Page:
In the past week, the nation celebrated the 80th birthday of one of its most noted civil rights leaders in Dr. Martin Luther King Jr. and the inauguration of Barack Obama as its first African-American president.
King’s cause has come a long way. However, much inequality remains — especially in education. Blacks and Latinos are more likely to drop out of school than their white counterparts.
The average statewide four-year graduation rate was 71 percent in 2007. This number includes those who graduate in August after completing summer school classes. However, the rates for Hispanics and blacks were 47 and 51 percent, respectively. While both groups have increased about five percentage points from their 2005 levels, it is still considered too low.
Scores on state math and English standardized tests have also been improving during the last few years but minorities are lagging behind. On the most recent results, released in June, only 53 percent of blacks and Hispanics had achieved proficiency in English compared with 79 percent of whites.
For too many young people, lack of education means their American dream is deferred, as Shenendehowa Superintendent L. Oliver Robinson said at last week’s Martin Luther King Day tribute in Albany. Robinson said the academic achievement gap is merely a symptom of a larger social problem.
“Too many adults and children are psychologically and financially trapped in an airtight cage of poverty.”
The adults in these homes are often unemployed or underemployed, lack health care and other services. This poverty often causes children to grow up to become poor adults. “Far too many children are victims of their parent’s craziness and unfortunate circumstances of their birth,” he said.
Robinson said that the crisis is so great that America is creating a “cradle to prison” pipeline of future inmates. States across the nation are using the statistics of failure on third- and fourth-grade tests to forecast the number of prisons to be constructed in the future.
Statistics bear this out. At the end of 2007, about 3.1 percent of black males were in prison compared with 1.3 percent Hispanic and 0.5 percent white.
Robinson said people must help each child find his or her voice. “Education enables our children to sift and weigh evidence, discern true from false, discern real from unreal, fact and fiction,” he said.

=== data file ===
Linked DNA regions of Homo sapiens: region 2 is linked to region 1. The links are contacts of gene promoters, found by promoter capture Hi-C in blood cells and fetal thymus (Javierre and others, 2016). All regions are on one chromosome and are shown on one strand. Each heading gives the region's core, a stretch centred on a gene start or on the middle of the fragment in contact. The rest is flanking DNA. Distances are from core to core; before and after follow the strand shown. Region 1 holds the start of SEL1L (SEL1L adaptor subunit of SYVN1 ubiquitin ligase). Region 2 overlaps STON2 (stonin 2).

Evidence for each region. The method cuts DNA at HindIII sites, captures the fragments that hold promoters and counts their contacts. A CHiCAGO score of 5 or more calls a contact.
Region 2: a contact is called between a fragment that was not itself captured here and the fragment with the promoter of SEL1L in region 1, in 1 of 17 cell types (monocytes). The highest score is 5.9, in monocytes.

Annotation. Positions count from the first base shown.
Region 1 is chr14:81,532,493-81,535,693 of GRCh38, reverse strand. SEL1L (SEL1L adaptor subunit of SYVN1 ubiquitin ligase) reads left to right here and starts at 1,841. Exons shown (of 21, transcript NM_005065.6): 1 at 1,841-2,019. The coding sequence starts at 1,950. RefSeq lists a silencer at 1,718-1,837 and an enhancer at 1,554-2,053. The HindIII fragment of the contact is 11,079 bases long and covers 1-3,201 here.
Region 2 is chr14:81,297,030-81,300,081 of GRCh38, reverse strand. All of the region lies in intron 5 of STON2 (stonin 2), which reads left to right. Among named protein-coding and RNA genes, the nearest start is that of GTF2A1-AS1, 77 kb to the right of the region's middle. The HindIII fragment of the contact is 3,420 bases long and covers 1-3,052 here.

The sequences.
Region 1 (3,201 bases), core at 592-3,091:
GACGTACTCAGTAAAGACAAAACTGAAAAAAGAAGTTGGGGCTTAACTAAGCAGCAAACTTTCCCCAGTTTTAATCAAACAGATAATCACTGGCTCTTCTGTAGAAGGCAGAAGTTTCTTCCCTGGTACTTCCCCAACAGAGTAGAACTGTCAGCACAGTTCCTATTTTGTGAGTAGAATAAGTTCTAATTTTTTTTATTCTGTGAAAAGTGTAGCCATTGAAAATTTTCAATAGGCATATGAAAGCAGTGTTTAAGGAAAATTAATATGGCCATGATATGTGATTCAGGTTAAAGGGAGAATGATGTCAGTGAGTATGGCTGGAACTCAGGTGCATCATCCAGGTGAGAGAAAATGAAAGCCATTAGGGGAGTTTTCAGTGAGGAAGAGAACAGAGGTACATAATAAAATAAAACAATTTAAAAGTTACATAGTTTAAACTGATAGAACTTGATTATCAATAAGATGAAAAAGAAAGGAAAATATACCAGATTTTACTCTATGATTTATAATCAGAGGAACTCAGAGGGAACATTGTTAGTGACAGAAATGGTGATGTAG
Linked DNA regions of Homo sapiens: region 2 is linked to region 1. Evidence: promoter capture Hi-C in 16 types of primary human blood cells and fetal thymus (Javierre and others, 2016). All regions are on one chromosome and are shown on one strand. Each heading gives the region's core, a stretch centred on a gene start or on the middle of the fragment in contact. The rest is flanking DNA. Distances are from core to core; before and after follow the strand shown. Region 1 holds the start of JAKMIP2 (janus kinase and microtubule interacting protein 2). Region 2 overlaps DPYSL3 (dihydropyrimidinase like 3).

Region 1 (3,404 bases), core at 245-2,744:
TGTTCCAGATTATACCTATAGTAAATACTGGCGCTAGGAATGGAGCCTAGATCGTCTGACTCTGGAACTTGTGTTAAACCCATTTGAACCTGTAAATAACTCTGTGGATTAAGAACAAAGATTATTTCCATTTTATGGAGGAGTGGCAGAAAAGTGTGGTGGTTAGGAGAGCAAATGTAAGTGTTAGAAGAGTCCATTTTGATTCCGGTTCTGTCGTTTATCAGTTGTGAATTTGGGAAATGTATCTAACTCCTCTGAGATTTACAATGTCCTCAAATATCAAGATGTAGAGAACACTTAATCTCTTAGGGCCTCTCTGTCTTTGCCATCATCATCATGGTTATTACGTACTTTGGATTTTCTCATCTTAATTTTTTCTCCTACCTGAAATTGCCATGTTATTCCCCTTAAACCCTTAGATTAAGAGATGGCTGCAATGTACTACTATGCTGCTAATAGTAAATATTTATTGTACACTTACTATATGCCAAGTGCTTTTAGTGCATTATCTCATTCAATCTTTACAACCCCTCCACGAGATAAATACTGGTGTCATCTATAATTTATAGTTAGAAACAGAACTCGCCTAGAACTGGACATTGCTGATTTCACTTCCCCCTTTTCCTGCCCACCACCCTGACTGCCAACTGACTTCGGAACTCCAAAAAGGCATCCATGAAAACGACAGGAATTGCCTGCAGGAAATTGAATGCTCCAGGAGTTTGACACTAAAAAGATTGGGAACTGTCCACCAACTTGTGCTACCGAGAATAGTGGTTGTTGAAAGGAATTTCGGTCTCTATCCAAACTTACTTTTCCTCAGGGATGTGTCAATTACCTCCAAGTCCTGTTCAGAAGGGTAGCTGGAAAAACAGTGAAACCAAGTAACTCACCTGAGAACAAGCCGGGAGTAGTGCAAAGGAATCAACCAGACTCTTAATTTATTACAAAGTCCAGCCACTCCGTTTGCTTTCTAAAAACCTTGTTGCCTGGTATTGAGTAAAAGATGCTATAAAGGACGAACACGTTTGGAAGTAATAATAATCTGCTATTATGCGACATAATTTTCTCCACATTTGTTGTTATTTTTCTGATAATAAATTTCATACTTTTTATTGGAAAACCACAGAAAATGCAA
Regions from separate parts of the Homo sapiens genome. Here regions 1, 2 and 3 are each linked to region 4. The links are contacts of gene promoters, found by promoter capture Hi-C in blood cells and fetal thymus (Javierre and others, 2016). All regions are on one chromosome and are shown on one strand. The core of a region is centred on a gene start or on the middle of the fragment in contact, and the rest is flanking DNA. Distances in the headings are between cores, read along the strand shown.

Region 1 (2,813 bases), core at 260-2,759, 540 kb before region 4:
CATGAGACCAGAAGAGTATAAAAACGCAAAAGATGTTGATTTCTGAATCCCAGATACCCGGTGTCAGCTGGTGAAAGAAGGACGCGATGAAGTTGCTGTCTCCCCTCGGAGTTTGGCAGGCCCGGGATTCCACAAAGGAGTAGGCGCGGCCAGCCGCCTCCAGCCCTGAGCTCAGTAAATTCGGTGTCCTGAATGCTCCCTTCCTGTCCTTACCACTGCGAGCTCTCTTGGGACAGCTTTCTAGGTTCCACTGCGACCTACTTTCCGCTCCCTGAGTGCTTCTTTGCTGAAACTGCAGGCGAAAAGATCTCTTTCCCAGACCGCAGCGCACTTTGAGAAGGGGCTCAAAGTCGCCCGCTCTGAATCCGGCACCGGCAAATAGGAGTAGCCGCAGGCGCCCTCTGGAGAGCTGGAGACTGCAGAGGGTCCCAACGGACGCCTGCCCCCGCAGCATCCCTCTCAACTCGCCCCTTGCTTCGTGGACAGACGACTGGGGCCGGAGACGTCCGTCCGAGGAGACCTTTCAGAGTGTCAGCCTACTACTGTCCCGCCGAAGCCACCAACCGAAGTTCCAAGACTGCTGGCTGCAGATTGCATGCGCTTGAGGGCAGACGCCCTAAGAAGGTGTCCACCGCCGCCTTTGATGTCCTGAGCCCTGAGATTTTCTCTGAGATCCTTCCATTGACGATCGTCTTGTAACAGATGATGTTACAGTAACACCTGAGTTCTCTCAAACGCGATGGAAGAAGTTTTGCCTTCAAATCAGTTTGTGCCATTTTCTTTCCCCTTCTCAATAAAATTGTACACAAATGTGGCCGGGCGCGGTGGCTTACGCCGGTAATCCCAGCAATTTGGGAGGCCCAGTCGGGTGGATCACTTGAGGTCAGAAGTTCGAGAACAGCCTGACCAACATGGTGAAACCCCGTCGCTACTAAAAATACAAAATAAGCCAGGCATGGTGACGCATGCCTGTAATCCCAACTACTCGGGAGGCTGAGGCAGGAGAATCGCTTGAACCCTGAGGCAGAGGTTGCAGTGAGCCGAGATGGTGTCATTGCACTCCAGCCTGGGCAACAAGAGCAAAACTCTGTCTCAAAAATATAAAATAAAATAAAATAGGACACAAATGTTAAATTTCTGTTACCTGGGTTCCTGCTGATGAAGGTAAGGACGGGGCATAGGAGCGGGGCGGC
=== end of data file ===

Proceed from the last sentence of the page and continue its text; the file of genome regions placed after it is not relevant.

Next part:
New York officials have been trying to improve education. State aid sharply increased during the last two years as part of a broad initiative by then-Gov. Eliot Spitzer to improve education. Schools districts like Schenectady and Albany with high poverty and great academic need received large state grants under the Contract for Excellence program to undertake initiatives like expanding the school day, decreasing class size, improving teacher training and adding after-school programs.
However, some of those initiatives may be at risk with state aid cut. Gov. David Paterson proposes delaying what was to be a four-year implementation of the increased aid amounts to eight years. Also, the governor is proposing to slash state aid this year by anywhere from 3 to 13 percent as part of a one-time “deficit reduction assessment.”
Under the governor’s proposal, schools will be limited in how much they can cut for the Contract for Excellence, even as they may decimate other parts of their budgets.
School districts are going to try make the best of limited resources. However, the schools cannot do it alone. Society has a role in shaping children’s future.
Parental involvement is key. They can read to their children, practice their spelling words with them and make sure they are doing their homework.
Many parents are struggling to work and raise children all alone. Many children in the schools come from single-parent families. About 73 percent of the children in Schenectady receive free or reduced lunch at school.
Although teenage pregnancy rates have been declining — a fact officials attribute to increased use of contraceptives — the rate for black and Hispanics is still higher.
The rate of pregnancy for teenagers age 15 to 19 for non-Hispanic whites was 47.1 per 1,000 people. For non-Hispanic blacks, it was 131.6, according to information from National Vital Statistics Reports.
Michael Goot is the education reporter for The Daily Gazette. Reach him at 395-3105 or [email protected]